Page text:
If you plant ground covers at the correct planting distance, they will quickly become dense without competing with one another. Photo: sidm / TH

Which ground cover are evergreen?

Even in winter, evergreen ground cover ensures that the ground is covered and that no weeds become established in mild winters. However, many evergreen ground cover plants also shed their leaves in clear frost and bright winter sun – that’s too much even for the hard-boiled plants. This is less of a problem in shady and somewhat sheltered locations. The most popular evergreen ground covers include:

Balkan cranesbill (Geranium macrorrhizum)

Dickman (Pachysandra terminalis)

Ivy (Hedera helix)

Hazelwort (Asarum europaeum)

Periwinkle (Vinca minor)

Creeping spindle (Euonymus fortunei)

Foam flower (Tiarella cordifolia)

Dense ground cover such as the evergreen spherical flower (Globularia punctata) cover the ground completely over the years. Photo: sidm / TH

Combine ground cover

An area with only one type of ground cover may be nice and dense, but it looks boring. However, you can easily combine the ground cover with other shrubs or smaller trees. However, space and nutrients in the bed are limited. Only plant vigorous perennials, otherwise there will be a merciless catfight, in which the ground cover will push weaker perennials out of the bed. Always plant ground cover at the recommended planting distance, not closer. If there are still gaps in the bed in the first few years, it is better to plant annuals than fill the gaps instead of overloading the bed.

The golden strawberry is one of the most popular ground covers. It blooms from April to June with yellow flowers and is absolutely easy to care for. Photo: sidm / TH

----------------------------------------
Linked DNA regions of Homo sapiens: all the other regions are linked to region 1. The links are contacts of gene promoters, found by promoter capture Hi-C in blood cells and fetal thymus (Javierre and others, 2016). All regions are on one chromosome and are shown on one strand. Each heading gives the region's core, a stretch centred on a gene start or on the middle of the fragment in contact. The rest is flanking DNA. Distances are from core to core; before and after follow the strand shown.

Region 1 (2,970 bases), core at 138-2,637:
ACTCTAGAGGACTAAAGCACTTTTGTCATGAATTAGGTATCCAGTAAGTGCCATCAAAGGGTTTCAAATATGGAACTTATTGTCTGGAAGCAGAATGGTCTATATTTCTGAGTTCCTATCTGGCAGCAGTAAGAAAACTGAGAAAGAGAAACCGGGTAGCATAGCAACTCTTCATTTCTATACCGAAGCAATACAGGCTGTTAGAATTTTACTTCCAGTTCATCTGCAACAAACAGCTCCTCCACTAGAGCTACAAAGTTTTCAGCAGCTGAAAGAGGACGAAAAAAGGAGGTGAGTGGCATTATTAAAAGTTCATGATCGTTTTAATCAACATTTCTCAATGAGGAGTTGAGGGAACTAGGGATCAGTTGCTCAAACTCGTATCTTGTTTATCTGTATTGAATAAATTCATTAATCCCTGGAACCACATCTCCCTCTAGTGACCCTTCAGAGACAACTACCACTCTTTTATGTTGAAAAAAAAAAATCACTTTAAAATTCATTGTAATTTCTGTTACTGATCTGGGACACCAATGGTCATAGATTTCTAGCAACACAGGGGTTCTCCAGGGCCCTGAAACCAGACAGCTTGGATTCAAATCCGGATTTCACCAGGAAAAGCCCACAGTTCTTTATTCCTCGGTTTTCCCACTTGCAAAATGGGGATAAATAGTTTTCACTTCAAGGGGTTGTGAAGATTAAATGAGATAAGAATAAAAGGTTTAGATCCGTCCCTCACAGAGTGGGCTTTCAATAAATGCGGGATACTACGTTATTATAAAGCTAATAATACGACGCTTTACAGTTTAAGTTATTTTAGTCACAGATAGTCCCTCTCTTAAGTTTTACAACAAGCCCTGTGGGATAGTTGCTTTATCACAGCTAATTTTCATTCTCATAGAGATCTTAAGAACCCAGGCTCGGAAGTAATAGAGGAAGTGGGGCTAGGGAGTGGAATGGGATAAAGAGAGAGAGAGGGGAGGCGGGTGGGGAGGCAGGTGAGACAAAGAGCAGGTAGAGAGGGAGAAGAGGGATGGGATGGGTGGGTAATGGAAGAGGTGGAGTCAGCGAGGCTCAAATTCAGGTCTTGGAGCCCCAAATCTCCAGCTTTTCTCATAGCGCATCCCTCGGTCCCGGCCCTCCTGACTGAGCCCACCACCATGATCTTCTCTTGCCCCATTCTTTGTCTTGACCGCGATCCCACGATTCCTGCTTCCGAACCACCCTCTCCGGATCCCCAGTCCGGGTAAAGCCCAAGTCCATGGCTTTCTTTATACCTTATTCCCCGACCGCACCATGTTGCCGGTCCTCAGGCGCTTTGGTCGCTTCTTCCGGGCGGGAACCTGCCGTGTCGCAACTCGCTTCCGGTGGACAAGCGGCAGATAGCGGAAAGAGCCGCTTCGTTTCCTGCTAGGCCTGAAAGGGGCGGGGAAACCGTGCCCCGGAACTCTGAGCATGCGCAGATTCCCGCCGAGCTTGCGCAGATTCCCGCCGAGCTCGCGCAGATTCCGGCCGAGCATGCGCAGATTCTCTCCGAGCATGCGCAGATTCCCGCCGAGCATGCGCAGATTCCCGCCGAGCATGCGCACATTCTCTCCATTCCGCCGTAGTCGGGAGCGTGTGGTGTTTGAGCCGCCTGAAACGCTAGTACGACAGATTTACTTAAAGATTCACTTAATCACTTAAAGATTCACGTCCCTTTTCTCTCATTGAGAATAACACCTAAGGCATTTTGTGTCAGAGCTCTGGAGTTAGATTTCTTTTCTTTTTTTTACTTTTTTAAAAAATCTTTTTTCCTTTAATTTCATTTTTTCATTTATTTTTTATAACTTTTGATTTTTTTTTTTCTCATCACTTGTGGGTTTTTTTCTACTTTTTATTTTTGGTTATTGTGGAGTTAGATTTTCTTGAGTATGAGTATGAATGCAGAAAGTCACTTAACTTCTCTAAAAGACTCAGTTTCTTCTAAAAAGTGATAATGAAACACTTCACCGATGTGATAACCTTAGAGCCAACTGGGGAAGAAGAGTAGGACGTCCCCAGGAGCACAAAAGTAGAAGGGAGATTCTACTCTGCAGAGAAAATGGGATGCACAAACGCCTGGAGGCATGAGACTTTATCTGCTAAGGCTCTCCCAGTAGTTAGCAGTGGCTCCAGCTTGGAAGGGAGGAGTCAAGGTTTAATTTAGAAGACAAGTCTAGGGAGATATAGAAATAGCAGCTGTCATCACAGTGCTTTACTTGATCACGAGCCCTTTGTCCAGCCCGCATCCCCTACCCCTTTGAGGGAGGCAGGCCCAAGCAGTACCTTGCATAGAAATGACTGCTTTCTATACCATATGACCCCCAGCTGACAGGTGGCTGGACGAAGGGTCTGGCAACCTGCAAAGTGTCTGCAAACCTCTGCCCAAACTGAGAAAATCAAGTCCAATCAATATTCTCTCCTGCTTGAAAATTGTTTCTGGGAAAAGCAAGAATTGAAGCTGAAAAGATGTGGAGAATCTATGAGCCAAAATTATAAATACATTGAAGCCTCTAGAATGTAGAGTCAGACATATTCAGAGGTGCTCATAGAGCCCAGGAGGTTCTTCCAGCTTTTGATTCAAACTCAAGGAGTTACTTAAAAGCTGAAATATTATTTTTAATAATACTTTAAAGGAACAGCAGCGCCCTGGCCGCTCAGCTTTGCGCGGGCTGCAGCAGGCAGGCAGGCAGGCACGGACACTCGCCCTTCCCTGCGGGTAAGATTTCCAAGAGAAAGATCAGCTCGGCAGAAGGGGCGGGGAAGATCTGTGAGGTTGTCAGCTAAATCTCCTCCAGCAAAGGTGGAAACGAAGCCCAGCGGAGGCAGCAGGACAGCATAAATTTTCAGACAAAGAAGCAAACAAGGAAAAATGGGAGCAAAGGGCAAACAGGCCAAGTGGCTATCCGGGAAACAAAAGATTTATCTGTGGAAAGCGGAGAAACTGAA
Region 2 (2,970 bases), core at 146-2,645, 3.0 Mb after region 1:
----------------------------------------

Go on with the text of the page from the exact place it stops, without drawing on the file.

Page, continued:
Whether sunny or shady – block ground cover

“You can’t get in here!”: Ground covers act like bouncers on weeds and are probably the nicest way to keep a border weed-free. The ground cover grow so densely that they prevent emerging weeds and even approaching weed seeds hardly find a place to germinate. Important: Not all ground covers become so dense that they suppress weeds.

Garden care weed film In addition to laborious manual labor and the chemical club, weed film can also destroy the weeds

The cranesbills (geranium), the woody fat man (pachysander), spiny nuts (acaena) or the golden strawberry (Waldsteinia) get really nice and dense. Like the golden nettles (lamium) that are getting taller, these also grow where there is shade. Many varieties of the elven flower (Epimedium x perralchicum) also grow in shady places and become very dense. In the fall, established stocks of elven flowers even swallow the fall leaves. As a rule, ground cover roses do not become so dense that they reliably suppress weeds. However, since they are deeply rooted, the roses are quite capable of paving steep slopes.

Cranesbill attracts attention from afar with its bright flowers. Many varieties grow ground covering. Photo: sidm / TH

As a horticultural engineer, Thomas Heß is the expert for everything that is green and blooming in the garden: Our author explains when the best time for fertilization or winter quarters is and how to prevent waterlogging. Benefit from his expert knowledge!

Whether shade or sun, whether perennials or dwarf shrubs – with these tips you can successfully plant ground cover in your garden.